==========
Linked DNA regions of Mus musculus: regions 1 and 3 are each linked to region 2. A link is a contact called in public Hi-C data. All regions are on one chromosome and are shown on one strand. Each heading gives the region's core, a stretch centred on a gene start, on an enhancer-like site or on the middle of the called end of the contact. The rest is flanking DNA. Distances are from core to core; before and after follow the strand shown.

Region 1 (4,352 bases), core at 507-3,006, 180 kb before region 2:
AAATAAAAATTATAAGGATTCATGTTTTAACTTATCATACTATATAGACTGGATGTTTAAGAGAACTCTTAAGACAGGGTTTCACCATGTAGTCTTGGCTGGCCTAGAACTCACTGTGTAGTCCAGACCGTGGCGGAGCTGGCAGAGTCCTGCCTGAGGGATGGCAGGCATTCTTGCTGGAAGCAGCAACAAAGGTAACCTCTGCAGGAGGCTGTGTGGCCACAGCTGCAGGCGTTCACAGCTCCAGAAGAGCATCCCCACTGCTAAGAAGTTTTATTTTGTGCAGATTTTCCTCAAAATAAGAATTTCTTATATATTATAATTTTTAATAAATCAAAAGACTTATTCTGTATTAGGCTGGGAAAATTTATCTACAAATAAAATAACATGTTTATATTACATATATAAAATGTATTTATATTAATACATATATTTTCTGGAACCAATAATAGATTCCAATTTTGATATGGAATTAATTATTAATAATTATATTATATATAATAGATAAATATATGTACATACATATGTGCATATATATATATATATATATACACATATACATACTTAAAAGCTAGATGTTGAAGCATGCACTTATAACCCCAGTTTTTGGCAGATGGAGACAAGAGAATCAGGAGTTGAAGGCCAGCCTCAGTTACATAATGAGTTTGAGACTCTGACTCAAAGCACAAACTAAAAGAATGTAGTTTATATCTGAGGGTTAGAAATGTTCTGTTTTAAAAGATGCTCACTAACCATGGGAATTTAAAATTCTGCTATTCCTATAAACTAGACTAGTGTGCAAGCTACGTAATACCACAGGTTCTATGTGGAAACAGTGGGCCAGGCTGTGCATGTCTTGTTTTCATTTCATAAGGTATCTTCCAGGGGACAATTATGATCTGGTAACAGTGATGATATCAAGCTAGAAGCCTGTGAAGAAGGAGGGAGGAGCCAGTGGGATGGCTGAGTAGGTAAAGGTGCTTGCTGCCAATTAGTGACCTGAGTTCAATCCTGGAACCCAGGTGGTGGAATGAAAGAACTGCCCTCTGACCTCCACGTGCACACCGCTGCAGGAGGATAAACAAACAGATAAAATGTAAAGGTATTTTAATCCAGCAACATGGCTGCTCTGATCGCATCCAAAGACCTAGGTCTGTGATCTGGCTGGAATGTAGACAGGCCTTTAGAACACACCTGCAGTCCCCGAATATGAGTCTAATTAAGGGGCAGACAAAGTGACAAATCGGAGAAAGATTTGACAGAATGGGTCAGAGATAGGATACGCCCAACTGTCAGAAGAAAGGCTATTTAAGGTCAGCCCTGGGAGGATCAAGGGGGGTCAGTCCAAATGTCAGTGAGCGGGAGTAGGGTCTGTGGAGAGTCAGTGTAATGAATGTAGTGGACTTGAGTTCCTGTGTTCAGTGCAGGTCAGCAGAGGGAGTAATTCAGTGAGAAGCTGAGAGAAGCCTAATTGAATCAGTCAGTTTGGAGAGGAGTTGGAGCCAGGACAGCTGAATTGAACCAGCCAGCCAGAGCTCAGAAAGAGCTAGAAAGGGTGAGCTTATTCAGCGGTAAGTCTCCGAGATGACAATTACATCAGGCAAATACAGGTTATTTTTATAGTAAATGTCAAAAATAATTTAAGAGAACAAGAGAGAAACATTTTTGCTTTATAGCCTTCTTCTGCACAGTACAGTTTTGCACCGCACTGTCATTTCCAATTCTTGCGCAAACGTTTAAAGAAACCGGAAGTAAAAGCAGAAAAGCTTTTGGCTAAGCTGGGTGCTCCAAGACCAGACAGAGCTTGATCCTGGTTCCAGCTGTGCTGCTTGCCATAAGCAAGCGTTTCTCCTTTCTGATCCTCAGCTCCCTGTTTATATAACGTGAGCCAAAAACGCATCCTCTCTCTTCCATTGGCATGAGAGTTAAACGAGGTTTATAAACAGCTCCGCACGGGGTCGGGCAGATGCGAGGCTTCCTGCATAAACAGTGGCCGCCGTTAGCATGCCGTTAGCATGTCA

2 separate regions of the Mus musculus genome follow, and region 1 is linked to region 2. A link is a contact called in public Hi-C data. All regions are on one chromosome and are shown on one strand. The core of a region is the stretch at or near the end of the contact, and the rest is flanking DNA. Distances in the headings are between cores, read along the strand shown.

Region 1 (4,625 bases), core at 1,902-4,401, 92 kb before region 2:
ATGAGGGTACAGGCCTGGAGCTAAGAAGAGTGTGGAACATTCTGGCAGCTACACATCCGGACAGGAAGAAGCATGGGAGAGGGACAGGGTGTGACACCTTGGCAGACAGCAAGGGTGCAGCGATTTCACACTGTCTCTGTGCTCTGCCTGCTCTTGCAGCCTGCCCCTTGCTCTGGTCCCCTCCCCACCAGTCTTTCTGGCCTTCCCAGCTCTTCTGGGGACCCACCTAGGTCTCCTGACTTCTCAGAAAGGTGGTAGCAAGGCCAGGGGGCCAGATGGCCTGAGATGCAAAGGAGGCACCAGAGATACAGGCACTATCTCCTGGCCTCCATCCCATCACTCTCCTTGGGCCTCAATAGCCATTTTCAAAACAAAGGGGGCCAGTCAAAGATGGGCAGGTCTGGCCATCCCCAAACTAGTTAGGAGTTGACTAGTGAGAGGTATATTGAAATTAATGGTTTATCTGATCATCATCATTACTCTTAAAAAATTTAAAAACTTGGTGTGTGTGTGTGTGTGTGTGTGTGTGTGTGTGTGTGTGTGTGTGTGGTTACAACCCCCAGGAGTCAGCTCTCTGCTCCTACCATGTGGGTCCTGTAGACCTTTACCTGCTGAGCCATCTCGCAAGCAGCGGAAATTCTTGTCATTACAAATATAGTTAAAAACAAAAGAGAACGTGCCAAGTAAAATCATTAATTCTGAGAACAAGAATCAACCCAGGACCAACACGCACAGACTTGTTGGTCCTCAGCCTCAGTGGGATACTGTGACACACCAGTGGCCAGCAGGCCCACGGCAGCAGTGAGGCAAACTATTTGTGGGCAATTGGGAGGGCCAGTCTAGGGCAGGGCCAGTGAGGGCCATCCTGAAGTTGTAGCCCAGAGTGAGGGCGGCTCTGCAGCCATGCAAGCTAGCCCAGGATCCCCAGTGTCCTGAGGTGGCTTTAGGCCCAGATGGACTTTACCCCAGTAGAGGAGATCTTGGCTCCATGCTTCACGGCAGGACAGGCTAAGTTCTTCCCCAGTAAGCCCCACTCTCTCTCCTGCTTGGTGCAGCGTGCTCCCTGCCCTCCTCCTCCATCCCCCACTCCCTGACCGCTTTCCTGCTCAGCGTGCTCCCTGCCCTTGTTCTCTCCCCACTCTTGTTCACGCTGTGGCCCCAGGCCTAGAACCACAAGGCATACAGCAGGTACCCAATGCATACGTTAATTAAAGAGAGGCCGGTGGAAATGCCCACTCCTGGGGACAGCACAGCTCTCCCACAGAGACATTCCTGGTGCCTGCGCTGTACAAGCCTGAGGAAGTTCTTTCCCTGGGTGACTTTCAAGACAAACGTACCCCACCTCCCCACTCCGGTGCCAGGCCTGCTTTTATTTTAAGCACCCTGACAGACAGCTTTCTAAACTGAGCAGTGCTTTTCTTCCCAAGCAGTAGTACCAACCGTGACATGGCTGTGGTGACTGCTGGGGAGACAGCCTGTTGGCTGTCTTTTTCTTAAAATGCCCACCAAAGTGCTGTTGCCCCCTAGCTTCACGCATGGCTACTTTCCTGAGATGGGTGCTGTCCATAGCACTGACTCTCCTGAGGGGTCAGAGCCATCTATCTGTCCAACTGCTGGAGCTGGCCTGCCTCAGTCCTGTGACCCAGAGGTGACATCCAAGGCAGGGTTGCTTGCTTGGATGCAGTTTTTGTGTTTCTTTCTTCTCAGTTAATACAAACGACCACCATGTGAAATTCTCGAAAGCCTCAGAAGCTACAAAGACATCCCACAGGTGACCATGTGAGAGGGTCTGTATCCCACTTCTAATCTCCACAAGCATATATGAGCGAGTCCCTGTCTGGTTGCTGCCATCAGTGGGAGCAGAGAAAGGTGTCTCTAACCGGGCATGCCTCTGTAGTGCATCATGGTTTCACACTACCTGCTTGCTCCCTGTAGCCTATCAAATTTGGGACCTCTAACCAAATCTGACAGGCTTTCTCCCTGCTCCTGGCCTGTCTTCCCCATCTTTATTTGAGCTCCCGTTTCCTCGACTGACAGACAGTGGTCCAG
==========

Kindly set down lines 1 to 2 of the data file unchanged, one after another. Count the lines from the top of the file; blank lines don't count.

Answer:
Linked DNA regions of Mus musculus: regions 1 and 3 are each linked to region 2. A link is a contact called in public Hi-C data. All regions are on one chromosome and are shown on one strand. Each heading gives the region's core, a stretch centred on a gene start, on an enhancer-like site or on the middle of the called end of the contact. The rest is flanking DNA. Distances are from core to core; before and after follow the strand shown.

Region 1 (4,352 bases), core at 507-3,006, 180 kb before region 2: